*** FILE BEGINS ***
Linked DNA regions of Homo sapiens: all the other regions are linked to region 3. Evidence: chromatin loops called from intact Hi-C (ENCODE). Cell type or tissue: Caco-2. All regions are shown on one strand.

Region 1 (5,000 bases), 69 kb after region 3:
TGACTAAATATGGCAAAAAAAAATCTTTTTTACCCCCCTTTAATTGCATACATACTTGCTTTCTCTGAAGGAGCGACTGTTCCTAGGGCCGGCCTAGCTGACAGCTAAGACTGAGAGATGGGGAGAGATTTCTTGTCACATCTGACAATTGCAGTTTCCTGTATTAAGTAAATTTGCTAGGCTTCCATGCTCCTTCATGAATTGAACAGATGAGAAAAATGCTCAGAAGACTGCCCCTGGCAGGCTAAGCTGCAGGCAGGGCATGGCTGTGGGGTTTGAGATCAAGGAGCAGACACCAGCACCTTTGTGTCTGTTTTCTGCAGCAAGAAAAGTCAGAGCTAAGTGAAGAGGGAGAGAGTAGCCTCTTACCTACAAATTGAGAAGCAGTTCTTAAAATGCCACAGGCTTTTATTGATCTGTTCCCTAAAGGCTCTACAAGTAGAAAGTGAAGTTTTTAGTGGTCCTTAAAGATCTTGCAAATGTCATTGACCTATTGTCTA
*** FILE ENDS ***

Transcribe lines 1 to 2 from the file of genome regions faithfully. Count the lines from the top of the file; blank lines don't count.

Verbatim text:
Linked DNA regions of Homo sapiens: all the other regions are linked to region 3. Evidence: chromatin loops called from intact Hi-C (ENCODE). Cell type or tissue: Caco-2. All regions are shown on one strand.

Region 1 (5,000 bases), 69 kb after region 3: